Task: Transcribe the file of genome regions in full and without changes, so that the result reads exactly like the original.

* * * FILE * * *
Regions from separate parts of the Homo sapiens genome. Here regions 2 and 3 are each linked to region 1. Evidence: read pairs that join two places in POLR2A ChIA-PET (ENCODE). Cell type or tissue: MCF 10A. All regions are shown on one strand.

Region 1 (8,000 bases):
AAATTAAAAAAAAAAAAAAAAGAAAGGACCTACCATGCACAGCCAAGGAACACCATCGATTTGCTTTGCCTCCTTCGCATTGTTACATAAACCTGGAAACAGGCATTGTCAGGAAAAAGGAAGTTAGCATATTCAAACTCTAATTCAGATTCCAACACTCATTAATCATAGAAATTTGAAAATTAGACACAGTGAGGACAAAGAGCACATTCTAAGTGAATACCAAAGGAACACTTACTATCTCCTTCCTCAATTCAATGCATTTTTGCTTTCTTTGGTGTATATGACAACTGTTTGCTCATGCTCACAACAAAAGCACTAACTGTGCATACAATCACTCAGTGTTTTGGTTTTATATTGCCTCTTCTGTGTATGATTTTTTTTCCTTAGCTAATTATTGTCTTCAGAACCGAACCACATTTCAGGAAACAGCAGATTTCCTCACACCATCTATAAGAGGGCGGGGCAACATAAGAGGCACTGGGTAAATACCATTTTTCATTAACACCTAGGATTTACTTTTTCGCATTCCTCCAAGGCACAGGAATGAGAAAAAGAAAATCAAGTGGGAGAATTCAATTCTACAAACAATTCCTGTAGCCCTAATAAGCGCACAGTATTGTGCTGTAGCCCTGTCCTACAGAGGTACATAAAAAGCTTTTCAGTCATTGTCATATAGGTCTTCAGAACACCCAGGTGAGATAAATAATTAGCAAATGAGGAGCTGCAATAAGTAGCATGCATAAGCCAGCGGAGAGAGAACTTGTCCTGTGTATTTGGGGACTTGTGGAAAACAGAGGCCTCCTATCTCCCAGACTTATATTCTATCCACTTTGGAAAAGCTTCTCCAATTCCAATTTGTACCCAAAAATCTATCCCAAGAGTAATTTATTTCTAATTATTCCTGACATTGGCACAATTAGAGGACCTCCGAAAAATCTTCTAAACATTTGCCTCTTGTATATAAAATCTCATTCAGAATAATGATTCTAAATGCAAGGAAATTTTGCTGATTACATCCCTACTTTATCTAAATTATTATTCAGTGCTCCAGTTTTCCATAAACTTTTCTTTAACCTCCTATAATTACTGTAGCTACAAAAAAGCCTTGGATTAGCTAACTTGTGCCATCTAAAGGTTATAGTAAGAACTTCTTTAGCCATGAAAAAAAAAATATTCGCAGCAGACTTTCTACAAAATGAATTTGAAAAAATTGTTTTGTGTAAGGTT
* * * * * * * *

Regions from separate parts of the Homo sapiens genome. Here regions 2 and 3 are each linked to region 1. Evidence: read pairs that join two places in POLR2A ChIA-PET (ENCODE). Cell type or tissue: MCF 10A. All regions are shown on one strand.

Region 1 (8,000 bases):
AAATTAAAAAAAAAAAAAAAAGAAAGGACCTACCATGCACAGCCAAGGAACACCATCGATTTGCTTTGCCTCCTTCGCATTGTTACATAAACCTGGAAACAGGCATTGTCAGGAAAAAGGAAGTTAGCATATTCAAACTCTAATTCAGATTCCAACACTCATTAATCATAGAAATTTGAAAATTAGACACAGTGAGGACAAAGAGCACATTCTAAGTGAATACCAAAGGAACACTTACTATCTCCTTCCTCAATTCAATGCATTTTTGCTTTCTTTGGTGTATATGACAACTGTTTGCTCATGCTCACAACAAAAGCACTAACTGTGCATACAATCACTCAGTGTTTTGGTTTTATATTGCCTCTTCTGTGTATGATTTTTTTTCCTTAGCTAATTATTGTCTTCAGAACCGAACCACATTTCAGGAAACAGCAGATTTCCTCACACCATCTATAAGAGGGCGGGGCAACATAAGAGGCACTGGGTAAATACCATTTTTCATTAACACCTAGGATTTACTTTTTCGCATTCCTCCAAGGCACAGGAATGAGAAAAAGAAAATCAAGTGGGAGAATTCAATTCTACAAACAATTCCTGTAGCCCTAATAAGCGCACAGTATTGTGCTGTAGCCCTGTCCTACAGAGGTACATAAAAAGCTTTTCAGTCATTGTCATATAGGTCTTCAGAACACCCAGGTGAGATAAATAATTAGCAAATGAGGAGCTGCAATAAGTAGCATGCATAAGCCAGCGGAGAGAGAACTTGTCCTGTGTATTTGGGGACTTGTGGAAAACAGAGGCCTCCTATCTCCCAGACTTATATTCTATCCACTTTGGAAAAGCTTCTCCAATTCCAATTTGTACCCAAAAATCTATCCCAAGAGTAATTTATTTCTAATTATTCCTGACATTGGCACAATTAGAGGACCTCCGAAAAATCTTCTAAACATTTGCCTCTTGTATATAAAATCTCATTCAGAATAATGATTCTAAATGCAAGGAAATTTTGCTGATTACATCCCTACTTTATCTAAATTATTATTCAGTGCTCCAGTTTTCCATAAACTTTTCTTTAACCTCCTATAATTACTGTAGCTACAAAAAAGCCTTGGATTAGCTAACTTGTGCCATCTAAAGGTTATAGTAAGAACTTCTTTAGCCATGAAAAAAAAAATATTCGCAGCAGACTTTCTACAAAATGAATTTGAAAAAATTGTTTTGTGTAAGGTT